There are moments of dreamlike brilliance in this extravagant fable of imperialism – provided you can stay awake to see them

With Denis Villeneuve’s new adaptation of Dune almost upon us, here is a chance to revisit David Lynch’s ill-starred attempt from 1984: the version of Frank Herbert’s classic sci-fi novel he wrote and directed under the aegis of producer Dino De Laurentiis. At the time, it was greeted with a bored shrug from both press and public, making it a rare failure for Lynch. It would be agreeably contrarian to claim that Lynch’s Dune is an underrated masterpiece – but it isn’t exactly. There are, admittedly, some moments of expressionist panache and dreamlike strangeness; it sometimes feels like a freewheeling sci-fi production of a lost Shakespeare Roman play. There’s a wonderful scene when the mighty sandworm on the planet Arrakis is tamed and mastered, which Villeneuve hasn’t yet offered us.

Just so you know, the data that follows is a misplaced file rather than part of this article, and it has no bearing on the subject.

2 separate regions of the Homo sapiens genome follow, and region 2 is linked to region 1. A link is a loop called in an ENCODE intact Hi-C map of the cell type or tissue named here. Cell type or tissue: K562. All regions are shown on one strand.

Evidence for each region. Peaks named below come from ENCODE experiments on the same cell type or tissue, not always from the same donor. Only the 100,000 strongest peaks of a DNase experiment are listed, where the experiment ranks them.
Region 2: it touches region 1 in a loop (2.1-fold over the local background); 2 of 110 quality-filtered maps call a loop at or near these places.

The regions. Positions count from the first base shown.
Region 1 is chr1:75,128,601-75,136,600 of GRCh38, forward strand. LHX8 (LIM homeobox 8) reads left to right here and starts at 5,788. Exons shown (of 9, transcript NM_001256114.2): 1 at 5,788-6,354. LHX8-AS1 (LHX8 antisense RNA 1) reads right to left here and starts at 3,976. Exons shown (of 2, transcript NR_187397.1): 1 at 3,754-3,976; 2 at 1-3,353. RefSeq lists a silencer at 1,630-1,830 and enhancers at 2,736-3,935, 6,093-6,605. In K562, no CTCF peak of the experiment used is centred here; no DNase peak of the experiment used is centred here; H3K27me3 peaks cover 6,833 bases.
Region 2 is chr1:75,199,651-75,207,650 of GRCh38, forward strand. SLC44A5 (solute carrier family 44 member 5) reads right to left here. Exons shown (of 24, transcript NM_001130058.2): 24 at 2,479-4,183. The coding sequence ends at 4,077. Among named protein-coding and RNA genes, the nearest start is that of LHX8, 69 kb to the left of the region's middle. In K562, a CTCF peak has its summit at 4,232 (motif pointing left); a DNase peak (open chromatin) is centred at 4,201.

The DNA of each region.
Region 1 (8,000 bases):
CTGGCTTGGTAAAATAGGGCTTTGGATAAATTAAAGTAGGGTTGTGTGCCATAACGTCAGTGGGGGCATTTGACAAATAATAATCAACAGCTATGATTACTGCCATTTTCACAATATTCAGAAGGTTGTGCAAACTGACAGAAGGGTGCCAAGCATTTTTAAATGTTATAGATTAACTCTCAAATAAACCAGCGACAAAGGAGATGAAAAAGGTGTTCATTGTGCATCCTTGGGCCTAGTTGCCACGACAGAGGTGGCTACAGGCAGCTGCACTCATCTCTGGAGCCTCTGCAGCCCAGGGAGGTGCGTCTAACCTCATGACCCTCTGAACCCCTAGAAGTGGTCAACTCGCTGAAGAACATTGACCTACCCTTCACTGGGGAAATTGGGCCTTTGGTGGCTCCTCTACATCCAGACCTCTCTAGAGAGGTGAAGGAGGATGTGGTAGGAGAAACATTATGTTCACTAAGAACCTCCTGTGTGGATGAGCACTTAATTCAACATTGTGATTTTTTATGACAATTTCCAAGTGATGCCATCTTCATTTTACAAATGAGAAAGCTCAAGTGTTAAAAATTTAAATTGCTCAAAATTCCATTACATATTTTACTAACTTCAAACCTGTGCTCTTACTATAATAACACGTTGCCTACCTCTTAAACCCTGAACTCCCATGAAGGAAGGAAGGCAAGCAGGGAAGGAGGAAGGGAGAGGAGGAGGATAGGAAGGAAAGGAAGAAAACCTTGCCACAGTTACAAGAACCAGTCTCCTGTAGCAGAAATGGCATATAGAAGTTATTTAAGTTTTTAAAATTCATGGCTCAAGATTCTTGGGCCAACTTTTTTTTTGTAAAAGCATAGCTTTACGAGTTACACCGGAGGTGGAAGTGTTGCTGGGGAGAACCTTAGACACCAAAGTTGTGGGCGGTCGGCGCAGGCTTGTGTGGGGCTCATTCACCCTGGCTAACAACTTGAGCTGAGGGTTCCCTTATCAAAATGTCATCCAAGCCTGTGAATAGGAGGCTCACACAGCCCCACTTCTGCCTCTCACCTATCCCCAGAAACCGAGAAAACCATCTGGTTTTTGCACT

But there are also a lot of longueurs, a lack of dramatic focus, and simply an attempt to do too much, encompassing and transforming the entire book in just over two hours. (Villeneuve, by contrast, is covering less than half with his version.) The passing of time can be very unforgiving for visual effects, and Lynch’s Dune doesn’t look as good as, say, Kubrick’s 2001, which was made long before. It’s closer in design to Mike Hodges’s intergalactic comic-book comedy Flash Gordon from 1980, which was supposed to be funny, although that also had Max von Sydow in it.

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